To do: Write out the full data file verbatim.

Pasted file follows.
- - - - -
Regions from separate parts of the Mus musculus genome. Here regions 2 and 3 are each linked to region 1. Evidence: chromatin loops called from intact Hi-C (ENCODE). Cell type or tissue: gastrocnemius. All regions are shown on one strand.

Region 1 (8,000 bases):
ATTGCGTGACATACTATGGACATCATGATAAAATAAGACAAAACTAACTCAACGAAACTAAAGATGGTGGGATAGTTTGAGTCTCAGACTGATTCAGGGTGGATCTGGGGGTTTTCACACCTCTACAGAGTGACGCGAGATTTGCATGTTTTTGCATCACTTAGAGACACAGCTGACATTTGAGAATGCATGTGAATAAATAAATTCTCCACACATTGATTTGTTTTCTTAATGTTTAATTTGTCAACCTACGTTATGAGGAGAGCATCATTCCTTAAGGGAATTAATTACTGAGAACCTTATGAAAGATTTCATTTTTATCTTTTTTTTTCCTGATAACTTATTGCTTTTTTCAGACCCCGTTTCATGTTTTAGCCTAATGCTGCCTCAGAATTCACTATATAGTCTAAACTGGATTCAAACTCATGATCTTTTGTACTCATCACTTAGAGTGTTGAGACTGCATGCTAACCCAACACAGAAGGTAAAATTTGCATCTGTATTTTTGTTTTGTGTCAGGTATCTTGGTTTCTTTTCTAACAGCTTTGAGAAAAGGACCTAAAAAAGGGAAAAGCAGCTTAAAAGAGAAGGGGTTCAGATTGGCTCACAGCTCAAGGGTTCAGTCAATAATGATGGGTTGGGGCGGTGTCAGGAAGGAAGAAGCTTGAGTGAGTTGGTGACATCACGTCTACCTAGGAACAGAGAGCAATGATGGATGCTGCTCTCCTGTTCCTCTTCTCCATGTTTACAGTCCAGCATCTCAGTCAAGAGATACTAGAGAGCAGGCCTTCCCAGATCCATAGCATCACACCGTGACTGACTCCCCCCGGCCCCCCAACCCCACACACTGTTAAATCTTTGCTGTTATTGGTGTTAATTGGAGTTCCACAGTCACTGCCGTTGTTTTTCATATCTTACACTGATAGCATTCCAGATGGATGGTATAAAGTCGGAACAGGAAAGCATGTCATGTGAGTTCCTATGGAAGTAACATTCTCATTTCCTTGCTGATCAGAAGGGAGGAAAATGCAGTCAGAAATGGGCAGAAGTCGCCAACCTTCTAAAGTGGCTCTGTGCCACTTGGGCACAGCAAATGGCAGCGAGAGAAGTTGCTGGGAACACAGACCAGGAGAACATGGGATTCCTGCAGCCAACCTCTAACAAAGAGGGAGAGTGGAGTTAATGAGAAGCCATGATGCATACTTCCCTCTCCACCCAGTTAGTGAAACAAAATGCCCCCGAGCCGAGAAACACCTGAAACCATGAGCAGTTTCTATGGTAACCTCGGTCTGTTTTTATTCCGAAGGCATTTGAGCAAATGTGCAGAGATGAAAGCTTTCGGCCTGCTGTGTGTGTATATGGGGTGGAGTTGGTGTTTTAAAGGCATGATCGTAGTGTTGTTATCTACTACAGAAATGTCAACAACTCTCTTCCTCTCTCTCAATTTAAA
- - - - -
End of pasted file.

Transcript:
Regions from separate parts of the Mus musculus genome. Here regions 2 and 3 are each linked to region 1. Evidence: chromatin loops called from intact Hi-C (ENCODE). Cell type or tissue: gastrocnemius. All regions are shown on one strand.

Region 1 (8,000 bases):
ATTGCGTGACATACTATGGACATCATGATAAAATAAGACAAAACTAACTCAACGAAACTAAAGATGGTGGGATAGTTTGAGTCTCAGACTGATTCAGGGTGGATCTGGGGGTTTTCACACCTCTACAGAGTGACGCGAGATTTGCATGTTTTTGCATCACTTAGAGACACAGCTGACATTTGAGAATGCATGTGAATAAATAAATTCTCCACACATTGATTTGTTTTCTTAATGTTTAATTTGTCAACCTACGTTATGAGGAGAGCATCATTCCTTAAGGGAATTAATTACTGAGAACCTTATGAAAGATTTCATTTTTATCTTTTTTTTTCCTGATAACTTATTGCTTTTTTCAGACCCCGTTTCATGTTTTAGCCTAATGCTGCCTCAGAATTCACTATATAGTCTAAACTGGATTCAAACTCATGATCTTTTGTACTCATCACTTAGAGTGTTGAGACTGCATGCTAACCCAACACAGAAGGTAAAATTTGCATCTGTATTTTTGTTTTGTGTCAGGTATCTTGGTTTCTTTTCTAACAGCTTTGAGAAAAGGACCTAAAAAAGGGAAAAGCAGCTTAAAAGAGAAGGGGTTCAGATTGGCTCACAGCTCAAGGGTTCAGTCAATAATGATGGGTTGGGGCGGTGTCAGGAAGGAAGAAGCTTGAGTGAGTTGGTGACATCACGTCTACCTAGGAACAGAGAGCAATGATGGATGCTGCTCTCCTGTTCCTCTTCTCCATGTTTACAGTCCAGCATCTCAGTCAAGAGATACTAGAGAGCAGGCCTTCCCAGATCCATAGCATCACACCGTGACTGACTCCCCCCGGCCCCCCAACCCCACACACTGTTAAATCTTTGCTGTTATTGGTGTTAATTGGAGTTCCACAGTCACTGCCGTTGTTTTTCATATCTTACACTGATAGCATTCCAGATGGATGGTATAAAGTCGGAACAGGAAAGCATGTCATGTGAGTTCCTATGGAAGTAACATTCTCATTTCCTTGCTGATCAGAAGGGAGGAAAATGCAGTCAGAAATGGGCAGAAGTCGCCAACCTTCTAAAGTGGCTCTGTGCCACTTGGGCACAGCAAATGGCAGCGAGAGAAGTTGCTGGGAACACAGACCAGGAGAACATGGGATTCCTGCAGCCAACCTCTAACAAAGAGGGAGAGTGGAGTTAATGAGAAGCCATGATGCATACTTCCCTCTCCACCCAGTTAGTGAAACAAAATGCCCCCGAGCCGAGAAACACCTGAAACCATGAGCAGTTTCTATGGTAACCTCGGTCTGTTTTTATTCCGAAGGCATTTGAGCAAATGTGCAGAGATGAAAGCTTTCGGCCTGCTGTGTGTGTATATGGGGTGGAGTTGGTGTTTTAAAGGCATGATCGTAGTGTTGTTATCTACTACAGAAATGTCAACAACTCTCTTCCTCTCTCTCAATTTAAA